In Calais, a surprise adventure with Jeanne Thil and much more on the way

parisdiaarchitecture, Art, flowers and gardens2 Comments

Jeanne Thil,” The Gagès Oasis, late 1930’s – early 1940’s, Musée du quai Branly-Jacques Chirac

Many of us drive through the north of France to reach Southern England through the Chunnel and why do we never stop on the way? Calais has two museums which are worth looking at. To reach this sadly famous city, in perfect temperatures, I drove around the Baie de Somme, admired its lovely pré salé lambs, raised on salted grass fields, and stopped in Noyelles-sur-Mer, to visit the Chinese cemetery designed in 1921 by Edwin Lutyens. 842 Chinese helpers are buried there, who came during the First World War, to help in agricultural and industrial venues. This Chinese Labour Corps included 150 000 Chinese, who were paid to carry the wounded and de-mine the fields. They stayed on after the armistice and many of them caught the Spanish influenza. The cemetery sits in the middle of the fields with beautiful trees and is not to be missed as Art Historian Emmanuel Ducamp had tipped me on.

The cemetery of Nolette in Noyelles- sur-Mer was designed by Britsh architect Lutyens for 842 Chinese men who died in 1919

This visit naturally led us to lunch, a few miles away, at Raymond de Nicolay‘s beautiful castle of Regnière-Ecluse and its very large park, which is one to the public. The property has been in the same family since the 11 th century, attached to the monastery of Saint Riquier, and the 15 th century castle was enlarged in Neo gothic and Tudor style in 1838 and 1847 by its then owner Comte Herman d’Hinnisdal. Nicolay, a Parisian auctioneer, spent the last fifty years furnishing and decorating the house which had been turned into a children’s vacation home after the war. He also planted tens of thousands of ornemental trees in the park, inspired by 18 th century landscape architect, Capability Brown and surrounded by 1 000 acres of woodland.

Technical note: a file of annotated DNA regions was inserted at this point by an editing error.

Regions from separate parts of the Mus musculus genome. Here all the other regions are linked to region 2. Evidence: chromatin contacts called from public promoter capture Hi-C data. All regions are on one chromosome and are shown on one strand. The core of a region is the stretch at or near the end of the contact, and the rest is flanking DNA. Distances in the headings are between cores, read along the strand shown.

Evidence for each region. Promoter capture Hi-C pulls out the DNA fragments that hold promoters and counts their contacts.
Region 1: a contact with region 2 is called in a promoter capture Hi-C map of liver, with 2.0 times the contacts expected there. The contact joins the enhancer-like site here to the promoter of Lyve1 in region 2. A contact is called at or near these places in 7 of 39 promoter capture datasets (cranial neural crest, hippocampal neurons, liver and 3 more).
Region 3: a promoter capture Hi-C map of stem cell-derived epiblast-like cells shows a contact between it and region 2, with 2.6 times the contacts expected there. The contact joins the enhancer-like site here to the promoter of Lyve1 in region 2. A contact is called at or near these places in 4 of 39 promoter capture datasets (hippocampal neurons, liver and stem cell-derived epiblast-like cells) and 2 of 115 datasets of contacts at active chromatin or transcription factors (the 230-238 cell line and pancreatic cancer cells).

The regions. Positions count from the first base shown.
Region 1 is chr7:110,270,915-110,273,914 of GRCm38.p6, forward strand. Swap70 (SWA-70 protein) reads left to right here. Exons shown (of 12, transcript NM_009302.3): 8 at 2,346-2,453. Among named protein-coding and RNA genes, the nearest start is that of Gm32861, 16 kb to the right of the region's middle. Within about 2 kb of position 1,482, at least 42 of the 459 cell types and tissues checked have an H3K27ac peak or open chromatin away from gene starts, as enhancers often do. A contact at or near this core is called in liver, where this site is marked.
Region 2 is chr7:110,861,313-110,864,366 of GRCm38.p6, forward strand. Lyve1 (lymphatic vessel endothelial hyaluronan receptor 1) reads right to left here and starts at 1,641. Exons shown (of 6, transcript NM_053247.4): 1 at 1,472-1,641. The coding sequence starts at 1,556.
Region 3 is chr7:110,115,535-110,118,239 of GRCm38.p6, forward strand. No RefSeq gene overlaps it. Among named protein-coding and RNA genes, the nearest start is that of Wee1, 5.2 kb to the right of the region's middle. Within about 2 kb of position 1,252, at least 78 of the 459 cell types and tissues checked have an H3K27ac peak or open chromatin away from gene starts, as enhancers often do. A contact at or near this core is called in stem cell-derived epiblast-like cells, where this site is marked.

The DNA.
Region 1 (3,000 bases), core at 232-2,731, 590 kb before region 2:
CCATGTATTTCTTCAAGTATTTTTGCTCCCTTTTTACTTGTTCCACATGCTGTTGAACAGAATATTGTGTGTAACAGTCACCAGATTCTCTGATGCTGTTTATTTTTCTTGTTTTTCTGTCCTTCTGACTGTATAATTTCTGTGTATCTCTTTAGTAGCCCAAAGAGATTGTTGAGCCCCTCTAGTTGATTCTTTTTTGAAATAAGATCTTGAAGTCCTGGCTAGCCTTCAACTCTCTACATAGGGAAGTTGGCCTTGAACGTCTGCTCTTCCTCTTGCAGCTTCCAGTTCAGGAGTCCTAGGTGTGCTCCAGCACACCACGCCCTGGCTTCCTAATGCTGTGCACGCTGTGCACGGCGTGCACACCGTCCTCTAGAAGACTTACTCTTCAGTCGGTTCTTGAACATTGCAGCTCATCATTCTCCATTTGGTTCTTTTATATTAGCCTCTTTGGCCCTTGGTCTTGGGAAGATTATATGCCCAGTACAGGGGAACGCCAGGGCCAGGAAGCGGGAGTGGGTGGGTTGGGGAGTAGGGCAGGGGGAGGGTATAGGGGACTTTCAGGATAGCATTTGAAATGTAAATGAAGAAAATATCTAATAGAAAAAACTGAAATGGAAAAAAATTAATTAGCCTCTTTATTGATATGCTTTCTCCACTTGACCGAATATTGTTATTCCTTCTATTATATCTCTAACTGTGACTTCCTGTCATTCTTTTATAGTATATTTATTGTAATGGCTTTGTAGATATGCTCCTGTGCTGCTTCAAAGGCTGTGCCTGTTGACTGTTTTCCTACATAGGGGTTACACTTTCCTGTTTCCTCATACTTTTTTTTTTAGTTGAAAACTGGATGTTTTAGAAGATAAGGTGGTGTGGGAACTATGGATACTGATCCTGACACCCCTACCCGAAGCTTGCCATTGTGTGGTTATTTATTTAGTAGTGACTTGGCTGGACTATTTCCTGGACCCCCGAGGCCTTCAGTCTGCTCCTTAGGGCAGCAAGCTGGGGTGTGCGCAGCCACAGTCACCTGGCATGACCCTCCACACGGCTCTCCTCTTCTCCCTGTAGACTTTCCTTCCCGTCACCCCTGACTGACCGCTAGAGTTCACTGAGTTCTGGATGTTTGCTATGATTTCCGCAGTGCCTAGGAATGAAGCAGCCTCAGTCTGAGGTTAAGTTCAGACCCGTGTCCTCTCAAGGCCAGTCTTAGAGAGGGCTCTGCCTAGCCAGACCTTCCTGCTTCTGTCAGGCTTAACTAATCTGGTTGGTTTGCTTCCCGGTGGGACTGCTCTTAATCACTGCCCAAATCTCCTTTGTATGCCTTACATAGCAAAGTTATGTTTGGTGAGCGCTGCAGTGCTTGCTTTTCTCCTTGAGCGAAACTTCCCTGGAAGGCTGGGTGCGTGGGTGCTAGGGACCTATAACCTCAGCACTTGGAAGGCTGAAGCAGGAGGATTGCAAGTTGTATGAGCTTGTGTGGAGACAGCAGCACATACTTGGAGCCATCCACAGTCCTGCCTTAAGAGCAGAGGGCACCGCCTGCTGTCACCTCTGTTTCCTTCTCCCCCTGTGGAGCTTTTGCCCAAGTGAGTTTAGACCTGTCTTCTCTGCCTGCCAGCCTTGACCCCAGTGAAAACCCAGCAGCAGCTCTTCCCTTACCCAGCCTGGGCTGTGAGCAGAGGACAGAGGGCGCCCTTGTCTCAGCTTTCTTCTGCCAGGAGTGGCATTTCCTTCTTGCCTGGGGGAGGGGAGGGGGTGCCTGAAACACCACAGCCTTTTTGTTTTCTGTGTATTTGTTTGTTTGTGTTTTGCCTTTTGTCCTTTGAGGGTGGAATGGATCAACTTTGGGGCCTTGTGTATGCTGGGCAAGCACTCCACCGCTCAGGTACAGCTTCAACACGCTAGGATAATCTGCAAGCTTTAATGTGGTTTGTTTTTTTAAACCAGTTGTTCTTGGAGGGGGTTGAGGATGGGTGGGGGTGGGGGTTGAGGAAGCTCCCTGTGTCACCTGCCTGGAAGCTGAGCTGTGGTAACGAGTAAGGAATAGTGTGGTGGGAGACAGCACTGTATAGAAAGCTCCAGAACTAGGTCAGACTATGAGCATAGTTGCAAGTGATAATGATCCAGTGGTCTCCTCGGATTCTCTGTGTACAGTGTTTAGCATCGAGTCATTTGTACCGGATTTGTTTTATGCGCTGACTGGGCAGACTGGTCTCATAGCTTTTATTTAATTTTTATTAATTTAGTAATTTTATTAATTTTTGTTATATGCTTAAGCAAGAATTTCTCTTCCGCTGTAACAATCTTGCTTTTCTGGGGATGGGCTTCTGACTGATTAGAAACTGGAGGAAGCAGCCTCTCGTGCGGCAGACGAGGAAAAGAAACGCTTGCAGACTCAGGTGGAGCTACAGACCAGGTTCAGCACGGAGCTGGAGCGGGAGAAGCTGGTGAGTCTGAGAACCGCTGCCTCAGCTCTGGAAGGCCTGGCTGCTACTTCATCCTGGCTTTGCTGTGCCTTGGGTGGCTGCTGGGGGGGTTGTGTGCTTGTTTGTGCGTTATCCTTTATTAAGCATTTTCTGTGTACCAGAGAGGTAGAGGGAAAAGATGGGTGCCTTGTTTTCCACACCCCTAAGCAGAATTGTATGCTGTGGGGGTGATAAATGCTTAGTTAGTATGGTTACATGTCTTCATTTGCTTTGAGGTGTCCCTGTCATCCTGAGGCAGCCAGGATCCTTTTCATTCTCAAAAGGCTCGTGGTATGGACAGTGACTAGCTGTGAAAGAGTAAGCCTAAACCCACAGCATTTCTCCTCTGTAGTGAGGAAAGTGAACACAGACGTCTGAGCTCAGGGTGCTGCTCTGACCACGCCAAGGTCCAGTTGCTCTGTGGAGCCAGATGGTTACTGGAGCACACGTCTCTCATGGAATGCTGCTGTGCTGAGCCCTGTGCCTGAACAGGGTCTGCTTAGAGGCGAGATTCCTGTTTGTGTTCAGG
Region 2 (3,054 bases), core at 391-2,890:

The castle of Regnière-Ecluse seen from the park, photo Hélène d’Amécourt

After lunch in a perfect English dining room with portraits of ancestors on the wall, we were toured around the house and forest and four hours were hardly long enough to get the history of every piece of furniture, suspension, staircase and decors some of which are reminiscent of Duban’s in Chantilly. One of the pieces which fascinated me, was a series of large paintings on cotton of the owner’s different family trees. The park, forest and house are listed and are now part of the Conservatoire du Littoral. They can be visited until September 18 th from Wednesdays to Saturdays and the host is often there touring the visitors himself.

One of the ravishing drawing rooms decorated by Raymond de Nicolay

We then went on north east to visit Saint Omer, an interesting little town with a beautiful cathedral and a museum very rich in china and ceramics, Musée Sandelin. I discovered the industry of clay pipes from the 18 th and 19 th centuries, which started when the industry of tobacco became successful here, in the north of france! There was also a fabric of faïence which often copied more famous makers like Creil. The collection is very amusing and I particularly fancied a strawberry dish from Delft.